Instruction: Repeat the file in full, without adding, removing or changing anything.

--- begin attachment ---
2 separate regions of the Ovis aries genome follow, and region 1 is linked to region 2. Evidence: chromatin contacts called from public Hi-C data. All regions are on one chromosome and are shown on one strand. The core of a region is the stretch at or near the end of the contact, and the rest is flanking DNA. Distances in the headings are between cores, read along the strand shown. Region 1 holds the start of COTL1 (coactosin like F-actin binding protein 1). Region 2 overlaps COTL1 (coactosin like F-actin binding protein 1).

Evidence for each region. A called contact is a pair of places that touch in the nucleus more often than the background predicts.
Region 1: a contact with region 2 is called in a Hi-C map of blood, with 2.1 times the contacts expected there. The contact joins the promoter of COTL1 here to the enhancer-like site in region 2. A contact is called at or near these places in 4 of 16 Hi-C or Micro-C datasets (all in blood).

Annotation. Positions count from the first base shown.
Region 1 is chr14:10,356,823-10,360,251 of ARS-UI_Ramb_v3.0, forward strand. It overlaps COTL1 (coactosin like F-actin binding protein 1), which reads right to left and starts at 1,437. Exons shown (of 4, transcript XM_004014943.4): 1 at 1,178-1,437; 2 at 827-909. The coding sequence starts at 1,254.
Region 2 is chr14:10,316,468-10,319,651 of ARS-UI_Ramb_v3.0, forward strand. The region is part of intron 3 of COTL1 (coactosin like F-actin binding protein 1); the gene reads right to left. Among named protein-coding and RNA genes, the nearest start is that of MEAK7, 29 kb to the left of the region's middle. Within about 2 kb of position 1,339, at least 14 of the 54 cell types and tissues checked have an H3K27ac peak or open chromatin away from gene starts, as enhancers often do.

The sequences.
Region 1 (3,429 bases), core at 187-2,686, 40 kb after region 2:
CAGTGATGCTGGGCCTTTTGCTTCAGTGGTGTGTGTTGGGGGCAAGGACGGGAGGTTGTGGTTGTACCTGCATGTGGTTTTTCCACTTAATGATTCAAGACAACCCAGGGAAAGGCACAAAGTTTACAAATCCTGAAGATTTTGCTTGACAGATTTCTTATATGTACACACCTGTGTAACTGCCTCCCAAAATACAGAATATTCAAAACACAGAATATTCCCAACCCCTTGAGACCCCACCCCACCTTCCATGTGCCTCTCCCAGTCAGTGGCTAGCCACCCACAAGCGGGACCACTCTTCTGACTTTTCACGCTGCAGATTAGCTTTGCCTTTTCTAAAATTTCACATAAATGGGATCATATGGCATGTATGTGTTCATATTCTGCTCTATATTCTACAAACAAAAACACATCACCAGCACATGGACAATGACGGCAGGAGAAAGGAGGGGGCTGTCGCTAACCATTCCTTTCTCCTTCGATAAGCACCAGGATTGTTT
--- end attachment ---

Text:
2 separate regions of the Ovis aries genome follow, and region 1 is linked to region 2. Evidence: chromatin contacts called from public Hi-C data. All regions are on one chromosome and are shown on one strand. The core of a region is the stretch at or near the end of the contact, and the rest is flanking DNA. Distances in the headings are between cores, read along the strand shown. Region 1 holds the start of COTL1 (coactosin like F-actin binding protein 1). Region 2 overlaps COTL1 (coactosin like F-actin binding protein 1).

Evidence for each region. A called contact is a pair of places that touch in the nucleus more often than the background predicts.
Region 1: a contact with region 2 is called in a Hi-C map of blood, with 2.1 times the contacts expected there. The contact joins the promoter of COTL1 here to the enhancer-like site in region 2. A contact is called at or near these places in 4 of 16 Hi-C or Micro-C datasets (all in blood).

Annotation. Positions count from the first base shown.
Region 1 is chr14:10,356,823-10,360,251 of ARS-UI_Ramb_v3.0, forward strand. It overlaps COTL1 (coactosin like F-actin binding protein 1), which reads right to left and starts at 1,437. Exons shown (of 4, transcript XM_004014943.4): 1 at 1,178-1,437; 2 at 827-909. The coding sequence starts at 1,254.
Region 2 is chr14:10,316,468-10,319,651 of ARS-UI_Ramb_v3.0, forward strand. The region is part of intron 3 of COTL1 (coactosin like F-actin binding protein 1); the gene reads right to left. Among named protein-coding and RNA genes, the nearest start is that of MEAK7, 29 kb to the left of the region's middle. Within about 2 kb of position 1,339, at least 14 of the 54 cell types and tissues checked have an H3K27ac peak or open chromatin away from gene starts, as enhancers often do.

The sequences.
Region 1 (3,429 bases), core at 187-2,686, 40 kb after region 2:
CAGTGATGCTGGGCCTTTTGCTTCAGTGGTGTGTGTTGGGGGCAAGGACGGGAGGTTGTGGTTGTACCTGCATGTGGTTTTTCCACTTAATGATTCAAGACAACCCAGGGAAAGGCACAAAGTTTACAAATCCTGAAGATTTTGCTTGACAGATTTCTTATATGTACACACCTGTGTAACTGCCTCCCAAAATACAGAATATTCAAAACACAGAATATTCCCAACCCCTTGAGACCCCACCCCACCTTCCATGTGCCTCTCCCAGTCAGTGGCTAGCCACCCACAAGCGGGACCACTCTTCTGACTTTTCACGCTGCAGATTAGCTTTGCCTTTTCTAAAATTTCACATAAATGGGATCATATGGCATGTATGTGTTCATATTCTGCTCTATATTCTACAAACAAAAACACATCACCAGCACATGGACAATGACGGCAGGAGAAAGGAGGGGGCTGTCGCTAACCATTCCTTTCTCCTTCGATAAGCACCAGGATTGTTT